Family Tragedy in the Mines of Scranton
Hosiah "Hosie" Thomas, was born in Hyde Park/Scranton, Pennsylvania in 1860. He was the son of John J. Thomas and Elizabeth Davis, Welsh immigrants who arrived in America in 1848, and was likely named after Elizabeth's brother Hosea Davies who appears with Elizabeth's parents in census returns for Brynmawr, Wales. Like his brothers and father, Hosie spent much of his adult working life in the coal mines of Scranton. Over the years, the Thomas family, like most mining families in Hyde Park, suffered through their share of mine-related deaths and injuries, however no one in the family suffered more in this regard than Hosie. By the time of his death in 1932, Hosie had suffered the loss of one brother and two nephews in the mines of Scranton, but perhaps the biggest loss was the death of his son Daniel Thomas in a mine accident that is discussed below. It seems likely that the combination of these multiple tragedies contributed in some way to Hosie's own demise.
Hosie's father John J. Thomas died in early 1876, while Hosie was just fifteen years old. In 1880 his mother Elizabeth remarried John E. Jones of Hyde Park, and Hosie and his younger brothers Frank and Daniel became part of the Jones household. The 1880 census shows us that the Jones family lived in the 2nd ward of Scranton rather than the 4th (Hyde Park). In the census John E. Jones is listed as the head of the family, Elizabeth is listed as his wife, and her children, Hosie Thomas, Frank Thomas, and Dannie Thomas, are listed as John's stepsons. The census also tells us that John occupation was "Saloon Keeper".
1880 Census, City of Scranton, 2nd Ward:
Name Relation Age Place of Birth Occupation John E. Jones Self 44 Wales Saloon Keeper Elizabeth Jones Wife 50 Wales Keeping House John E. Jones Son 20 PA Coal Miner Hosie Thomas Step-son 20 PA Coal Laborer Frank Thomas Step-son 12 PA At School Dannie Thomas Step-son 8 PA At School Emma Thomas Other 17 PA Servant John T. Thomas Other 50 PA Coal Miner Edward Lewis Other 40 PA Plasterer
By 1883 the family had moved from Scranton's 2nd ward to a modest house at 508 North Hyde Park Avenue, By then John Jones had given up saloon/hotel keeping, and resumed his former occupation as a miner.
In the mid-1880s Hosie Thomas married Elizabeth Davis, and the first of their three children, daughter Bertha, was born in 1886, followed by sons Daniel in 1888 and Harry in 1891. Eventually Hosie became a full-fledged miner, which would have meant a nice increase in wages for his growing family. As mentioned above mining was a dangerous occupation, and unfortunately Hosie's younger brother Daniel lost his life in the mines in 1888. The accident that claimed his life was reported by the Inspectors of mines, as follows:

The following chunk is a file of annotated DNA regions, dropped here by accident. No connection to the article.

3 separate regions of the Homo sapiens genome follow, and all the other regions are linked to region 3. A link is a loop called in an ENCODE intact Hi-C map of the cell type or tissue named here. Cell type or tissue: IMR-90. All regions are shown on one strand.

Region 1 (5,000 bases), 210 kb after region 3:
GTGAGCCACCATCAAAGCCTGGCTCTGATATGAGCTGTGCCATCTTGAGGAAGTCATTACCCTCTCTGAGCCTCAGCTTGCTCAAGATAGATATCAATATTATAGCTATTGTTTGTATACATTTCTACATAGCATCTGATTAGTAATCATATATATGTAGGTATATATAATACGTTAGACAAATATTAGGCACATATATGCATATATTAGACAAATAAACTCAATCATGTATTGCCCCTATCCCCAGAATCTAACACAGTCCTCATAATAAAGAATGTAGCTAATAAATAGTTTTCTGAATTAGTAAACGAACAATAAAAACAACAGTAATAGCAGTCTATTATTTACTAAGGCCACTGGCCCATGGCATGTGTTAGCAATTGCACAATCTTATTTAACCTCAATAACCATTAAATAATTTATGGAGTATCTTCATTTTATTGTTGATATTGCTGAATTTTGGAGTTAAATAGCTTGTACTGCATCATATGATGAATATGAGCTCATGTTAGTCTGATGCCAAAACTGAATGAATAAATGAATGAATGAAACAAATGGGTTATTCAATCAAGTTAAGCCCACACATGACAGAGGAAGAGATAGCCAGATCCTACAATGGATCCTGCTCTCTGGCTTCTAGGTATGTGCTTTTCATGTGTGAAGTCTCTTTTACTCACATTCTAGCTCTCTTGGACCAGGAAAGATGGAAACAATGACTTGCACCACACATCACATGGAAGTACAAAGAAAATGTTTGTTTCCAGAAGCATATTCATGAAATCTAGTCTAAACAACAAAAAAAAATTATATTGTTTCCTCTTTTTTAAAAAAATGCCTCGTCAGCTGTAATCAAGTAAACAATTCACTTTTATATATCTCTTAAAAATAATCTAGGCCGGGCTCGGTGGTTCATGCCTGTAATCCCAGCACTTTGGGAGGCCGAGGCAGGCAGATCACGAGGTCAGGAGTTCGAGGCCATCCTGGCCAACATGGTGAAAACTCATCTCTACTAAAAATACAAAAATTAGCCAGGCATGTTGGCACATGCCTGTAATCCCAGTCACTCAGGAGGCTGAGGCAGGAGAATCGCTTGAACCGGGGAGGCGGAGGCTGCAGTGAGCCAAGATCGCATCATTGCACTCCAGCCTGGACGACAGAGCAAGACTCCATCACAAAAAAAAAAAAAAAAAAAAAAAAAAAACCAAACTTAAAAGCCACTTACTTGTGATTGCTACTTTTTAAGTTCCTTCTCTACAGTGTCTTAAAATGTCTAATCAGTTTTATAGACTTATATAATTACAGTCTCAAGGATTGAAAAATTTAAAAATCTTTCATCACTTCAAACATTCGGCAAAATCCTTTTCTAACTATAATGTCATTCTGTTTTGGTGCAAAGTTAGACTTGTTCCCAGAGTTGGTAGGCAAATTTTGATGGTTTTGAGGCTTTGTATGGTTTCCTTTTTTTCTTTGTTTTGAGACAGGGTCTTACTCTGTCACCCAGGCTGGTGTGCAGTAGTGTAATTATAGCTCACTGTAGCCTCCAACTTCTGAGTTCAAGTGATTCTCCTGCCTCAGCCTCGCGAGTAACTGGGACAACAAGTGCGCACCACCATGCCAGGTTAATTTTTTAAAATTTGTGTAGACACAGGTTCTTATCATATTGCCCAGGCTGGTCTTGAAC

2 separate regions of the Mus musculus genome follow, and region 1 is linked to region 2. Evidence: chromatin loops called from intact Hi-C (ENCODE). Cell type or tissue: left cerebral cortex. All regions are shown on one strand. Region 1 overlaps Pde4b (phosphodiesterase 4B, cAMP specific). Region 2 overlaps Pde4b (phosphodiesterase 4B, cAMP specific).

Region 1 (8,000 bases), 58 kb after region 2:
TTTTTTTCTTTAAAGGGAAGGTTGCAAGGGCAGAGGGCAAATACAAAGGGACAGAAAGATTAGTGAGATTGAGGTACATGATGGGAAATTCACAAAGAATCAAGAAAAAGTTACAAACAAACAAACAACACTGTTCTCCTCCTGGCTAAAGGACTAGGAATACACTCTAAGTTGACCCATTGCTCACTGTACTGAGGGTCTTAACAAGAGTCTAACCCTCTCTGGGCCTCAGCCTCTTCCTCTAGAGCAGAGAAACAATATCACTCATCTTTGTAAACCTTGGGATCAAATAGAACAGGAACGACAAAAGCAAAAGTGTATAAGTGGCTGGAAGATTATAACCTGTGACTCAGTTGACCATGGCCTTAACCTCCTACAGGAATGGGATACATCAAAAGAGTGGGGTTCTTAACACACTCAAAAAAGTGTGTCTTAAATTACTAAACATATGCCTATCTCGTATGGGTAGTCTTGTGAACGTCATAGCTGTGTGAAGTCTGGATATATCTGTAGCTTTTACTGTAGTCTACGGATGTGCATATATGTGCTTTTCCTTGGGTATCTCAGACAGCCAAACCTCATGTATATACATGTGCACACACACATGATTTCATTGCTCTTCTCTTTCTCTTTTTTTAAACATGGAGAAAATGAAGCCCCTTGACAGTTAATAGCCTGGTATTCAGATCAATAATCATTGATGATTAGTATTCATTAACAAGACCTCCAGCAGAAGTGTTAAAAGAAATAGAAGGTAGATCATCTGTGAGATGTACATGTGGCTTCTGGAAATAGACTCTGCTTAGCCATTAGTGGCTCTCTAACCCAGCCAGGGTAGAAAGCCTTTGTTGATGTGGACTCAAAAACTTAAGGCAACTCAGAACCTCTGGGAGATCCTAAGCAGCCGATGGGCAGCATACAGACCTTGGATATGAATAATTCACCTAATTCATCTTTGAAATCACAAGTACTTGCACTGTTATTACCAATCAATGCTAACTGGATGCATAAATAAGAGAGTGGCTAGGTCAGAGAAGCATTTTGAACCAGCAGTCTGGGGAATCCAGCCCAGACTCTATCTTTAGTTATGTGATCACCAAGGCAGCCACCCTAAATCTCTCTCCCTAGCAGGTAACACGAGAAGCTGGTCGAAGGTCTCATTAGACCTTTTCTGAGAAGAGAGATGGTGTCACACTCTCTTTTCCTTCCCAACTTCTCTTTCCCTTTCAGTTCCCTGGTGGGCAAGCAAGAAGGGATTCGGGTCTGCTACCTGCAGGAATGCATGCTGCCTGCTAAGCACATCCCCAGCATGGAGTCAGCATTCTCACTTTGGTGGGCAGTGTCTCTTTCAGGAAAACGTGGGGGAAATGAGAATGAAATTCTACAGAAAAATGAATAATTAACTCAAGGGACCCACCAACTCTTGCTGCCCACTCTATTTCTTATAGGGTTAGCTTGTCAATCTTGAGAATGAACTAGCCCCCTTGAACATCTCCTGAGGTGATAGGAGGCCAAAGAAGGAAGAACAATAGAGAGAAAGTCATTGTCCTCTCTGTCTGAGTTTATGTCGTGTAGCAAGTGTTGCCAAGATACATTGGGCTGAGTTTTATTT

4/3 DANIEL THOMAS, driver, 16, Diamond "Tripp", Scranton
This brief entry tells us the date of the fatal accident (April 3, 1888), and that Daniel was working as a (mule) driver at the "Tripp Slope" in the "Diamond" mine, one of the first mines opened in Hyde Park in the early 1850s. The report also mentions Dannie's age (16). The accident was reported in the local paper two days later in April 5th.
The Scranton Republican, Thursday, April 5,1888
Daniel Thomas, a driver in the Tripp slope, was so badly squeezed on Tuesday between a trip of cars and the "rib" that his recovery is impossible. His age is sixteen years.
The story indicates that somehow Daniel became caught between one of the coal cars and a 'rib" of the mine, or the support beams that lined the mine shaft. The report also makes it clear that, although his injury was deemed fatal, Daniel did not die immediately. Fortunately his death certificate fills in the final details. First, it tells us that Daniel died the day after the accident on April 4th, the day before the accident appeared in the local paper. His cause of death is listed as "Rupture of bladder by accident in mines," and the certificate also tells us that Daniel lived for as long as perhaps a day following the accident, in what would almost certainly have been a state of great pain and suffering.